June 8, 2017
More than 65 percent of organisations in the Asean region are taking an ad hoc or opportunistic approach to gaining insights from their data.
Meanwhile, analyst firm IDC recently said that close to 50 percent of Malaysian respondents from their 2016 Asia/Pacific's Software Study said they were looking to deploy cloud-based analytics software in the next couple of years.
This points to a preference for a self-service approach to the complex craft of big data analytics (BDA) by many companies in this country keen to become part of the Digital Malaysia drive expounded by MDEC [National ICT agency Malaysia Digital Economy Corporation].
The majority of companies have just started their BDA journey: they are learning and experimenting with BDA technologies and trying to address their business challenges, said Dato' Seri Ivan Teh, who is managing director in Malaysia of BDA and IoT [internet of things] solutions provider Fusionex.
Teh explained that many organisations needed to take advantage of analytics with a self-service solution, which simplified the craft of gaining complex insights from data.
NLP and DBA
"Where self-service analytics capabilities and data integration is concerned, availability of skilled resources is a common roadblock to BDA initiatives among APEJ organisations," said Chwee Chua, AVP, Analytics, Big Data and Cognitive Systems research in IDC Asia/Pacific.
"The barriers of artificial intelligence, machine and deep learning are rapidly dropping," said Chwee. "As such, cognitive systems, the likes of Fusionex GIANT's natural language processing capabilities, will soon be powering data-driven applications across a wide spectrum of solutions."
"This new generation of tools and capabilities is capable of offering intelligent assistance, advice, and recommendations to end users; thus enhancing their competitive edge or supplementing information for better decision making," said Chwee.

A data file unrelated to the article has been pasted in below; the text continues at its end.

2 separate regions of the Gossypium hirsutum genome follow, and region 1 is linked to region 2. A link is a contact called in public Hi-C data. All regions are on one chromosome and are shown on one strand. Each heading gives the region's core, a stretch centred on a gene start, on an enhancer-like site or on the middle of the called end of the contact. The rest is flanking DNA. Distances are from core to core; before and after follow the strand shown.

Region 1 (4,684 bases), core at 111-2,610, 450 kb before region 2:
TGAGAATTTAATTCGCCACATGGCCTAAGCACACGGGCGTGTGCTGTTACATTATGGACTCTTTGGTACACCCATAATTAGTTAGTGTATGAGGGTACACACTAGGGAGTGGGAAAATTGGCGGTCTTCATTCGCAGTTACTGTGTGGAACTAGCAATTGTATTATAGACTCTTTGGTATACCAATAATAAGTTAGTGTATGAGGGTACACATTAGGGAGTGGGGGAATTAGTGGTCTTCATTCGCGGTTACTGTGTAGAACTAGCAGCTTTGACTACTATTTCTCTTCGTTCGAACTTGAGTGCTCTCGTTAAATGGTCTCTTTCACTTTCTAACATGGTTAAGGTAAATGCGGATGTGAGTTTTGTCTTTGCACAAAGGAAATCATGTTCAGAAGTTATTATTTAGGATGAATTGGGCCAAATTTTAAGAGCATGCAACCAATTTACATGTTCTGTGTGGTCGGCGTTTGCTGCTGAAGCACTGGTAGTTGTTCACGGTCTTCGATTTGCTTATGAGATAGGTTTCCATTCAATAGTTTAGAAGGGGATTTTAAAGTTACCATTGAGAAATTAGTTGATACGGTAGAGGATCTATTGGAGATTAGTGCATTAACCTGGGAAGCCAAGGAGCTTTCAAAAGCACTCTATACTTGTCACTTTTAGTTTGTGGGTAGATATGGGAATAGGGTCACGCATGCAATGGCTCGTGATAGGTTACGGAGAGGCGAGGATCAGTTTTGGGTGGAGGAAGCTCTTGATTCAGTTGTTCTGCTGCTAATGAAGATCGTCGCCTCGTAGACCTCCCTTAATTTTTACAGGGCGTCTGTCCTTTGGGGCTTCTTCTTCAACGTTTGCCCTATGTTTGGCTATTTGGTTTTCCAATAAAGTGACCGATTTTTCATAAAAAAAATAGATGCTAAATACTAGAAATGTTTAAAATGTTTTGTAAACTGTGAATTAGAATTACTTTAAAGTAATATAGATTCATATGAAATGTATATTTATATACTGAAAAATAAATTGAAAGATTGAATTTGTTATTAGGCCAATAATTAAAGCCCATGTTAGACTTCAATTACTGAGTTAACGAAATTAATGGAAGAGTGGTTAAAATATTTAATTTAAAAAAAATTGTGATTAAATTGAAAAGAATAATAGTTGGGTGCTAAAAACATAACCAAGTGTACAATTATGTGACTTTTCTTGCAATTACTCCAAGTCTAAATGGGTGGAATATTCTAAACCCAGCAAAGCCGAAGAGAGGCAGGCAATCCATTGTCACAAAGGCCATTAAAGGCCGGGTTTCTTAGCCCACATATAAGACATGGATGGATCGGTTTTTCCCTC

During the introduction in Kuala Lumpur of the company's enhanced BDA platform - Fusionex GIANT - Teh said that its new search-driven analytics capabilities were now available to "allow users of any skill level to unearth insights in their data. Using an intuitive and easy-to-use search function, users can simply key in requests and GIANT will deliver the analysed results."
"The platform is able to understand user queries and immediately churn data insights using the Natural Language Processing (NLP). NLP capability is an Artificial Intelligent (AI) component that businesses will now be able to leverage on to gain leverage over their competitors," he said.
Using data in the future
Photo- (From left) Chen Keat Ming (Fusionex VP - Marketing); James Martin (Fusionex Programme Director); Dato' Seri Ivan Teh (Fusionex Managing Director); Raju Chellam (Fusionex VP - New Technologies); and James Houng (Fusionex Senior VP - Solutions Development).
"This will revolutionise the way businesses use data in the future as it with a simple request; they will be able to discover complex insights into their data - with AI capabilities, enterprises will be able to reach out to their customers with more comprehensive insights that were easily retrieved in a short period of time," Teh said.
Following a soft launch late last year, 10 companies were invited to take part in the pilot run of Fusionex GIANT 2017, and 8 out of 10 have already signed up for GIANT 2017, he added. "We expect the rest will sign up very soon."
"[This solution] will give non-technical users the ability to crunch petabytes of corporate data without the need for lengthy technical trainings," Teh said. "The powerful analytics capabilities of GIANT will enable users to forecast future trends and confidently make data-backed decisions and enjoy an increased rate of accuracy."
You may also like to read more about Big Data and Digital Malaysia -
- Recent exclusive deep dive interviews with MDEC CEO Dato' Yasmin Mahmood on the Digital Malaysia framework. See - Deep Dive into Malaysia's Digital Economy with MDEC CEO Dato' Yasmin Mahmood - Part 1 and Part 2]
- What's really in store for Malaysia's IT industry in 2017?
The latest edition of this article lives at Computerworld Malaysia